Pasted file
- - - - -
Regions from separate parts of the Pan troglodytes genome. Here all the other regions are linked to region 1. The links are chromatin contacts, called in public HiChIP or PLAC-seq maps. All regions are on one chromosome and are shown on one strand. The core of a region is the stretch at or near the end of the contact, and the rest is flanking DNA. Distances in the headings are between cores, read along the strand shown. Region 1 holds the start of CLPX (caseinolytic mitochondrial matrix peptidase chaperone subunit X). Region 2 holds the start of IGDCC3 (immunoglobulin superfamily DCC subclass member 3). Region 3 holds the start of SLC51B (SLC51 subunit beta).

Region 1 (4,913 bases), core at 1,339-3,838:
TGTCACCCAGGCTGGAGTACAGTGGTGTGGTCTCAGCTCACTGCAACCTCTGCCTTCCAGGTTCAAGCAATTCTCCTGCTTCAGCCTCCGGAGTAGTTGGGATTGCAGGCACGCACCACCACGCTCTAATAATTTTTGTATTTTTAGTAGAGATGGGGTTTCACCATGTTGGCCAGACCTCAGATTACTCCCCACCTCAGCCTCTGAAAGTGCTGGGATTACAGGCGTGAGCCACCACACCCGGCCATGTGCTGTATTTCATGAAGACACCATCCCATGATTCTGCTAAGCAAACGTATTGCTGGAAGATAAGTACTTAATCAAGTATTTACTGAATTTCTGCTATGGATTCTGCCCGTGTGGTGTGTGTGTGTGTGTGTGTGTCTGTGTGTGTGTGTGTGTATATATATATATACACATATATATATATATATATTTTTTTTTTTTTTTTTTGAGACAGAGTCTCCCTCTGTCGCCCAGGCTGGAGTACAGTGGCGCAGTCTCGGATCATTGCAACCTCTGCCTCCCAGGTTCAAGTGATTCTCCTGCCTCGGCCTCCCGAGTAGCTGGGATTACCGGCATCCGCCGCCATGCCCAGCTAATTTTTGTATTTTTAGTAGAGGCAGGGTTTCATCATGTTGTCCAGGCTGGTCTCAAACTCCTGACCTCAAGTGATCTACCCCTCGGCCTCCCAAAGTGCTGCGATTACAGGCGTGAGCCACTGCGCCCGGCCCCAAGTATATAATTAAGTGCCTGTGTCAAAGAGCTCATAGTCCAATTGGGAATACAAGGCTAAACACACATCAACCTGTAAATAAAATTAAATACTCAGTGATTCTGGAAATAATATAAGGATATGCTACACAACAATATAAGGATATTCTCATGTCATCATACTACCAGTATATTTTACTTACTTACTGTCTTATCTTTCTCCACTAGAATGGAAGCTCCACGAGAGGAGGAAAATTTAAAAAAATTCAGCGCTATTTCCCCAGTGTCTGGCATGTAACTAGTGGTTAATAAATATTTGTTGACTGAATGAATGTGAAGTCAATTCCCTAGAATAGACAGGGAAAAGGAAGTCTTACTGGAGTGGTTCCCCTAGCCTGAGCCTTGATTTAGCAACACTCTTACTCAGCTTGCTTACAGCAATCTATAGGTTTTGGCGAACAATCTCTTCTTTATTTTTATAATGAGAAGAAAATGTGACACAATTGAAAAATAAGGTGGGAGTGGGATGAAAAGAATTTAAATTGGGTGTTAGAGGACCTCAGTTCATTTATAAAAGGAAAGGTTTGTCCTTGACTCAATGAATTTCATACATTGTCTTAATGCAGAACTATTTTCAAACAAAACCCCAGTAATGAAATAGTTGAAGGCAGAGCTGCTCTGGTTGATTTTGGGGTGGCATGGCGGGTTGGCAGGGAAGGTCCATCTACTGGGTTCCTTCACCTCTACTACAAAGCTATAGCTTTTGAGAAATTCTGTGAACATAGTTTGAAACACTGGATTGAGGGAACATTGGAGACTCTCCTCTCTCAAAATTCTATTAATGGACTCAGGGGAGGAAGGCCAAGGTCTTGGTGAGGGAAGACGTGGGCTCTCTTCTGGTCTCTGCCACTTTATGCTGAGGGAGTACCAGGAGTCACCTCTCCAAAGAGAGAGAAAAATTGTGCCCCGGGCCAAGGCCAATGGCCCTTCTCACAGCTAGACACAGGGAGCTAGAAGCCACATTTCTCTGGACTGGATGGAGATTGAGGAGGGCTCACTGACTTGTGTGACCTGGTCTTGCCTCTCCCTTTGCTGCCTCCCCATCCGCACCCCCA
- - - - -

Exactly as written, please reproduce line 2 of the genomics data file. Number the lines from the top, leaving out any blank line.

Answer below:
Region 1 (4,913 bases), core at 1,339-3,838: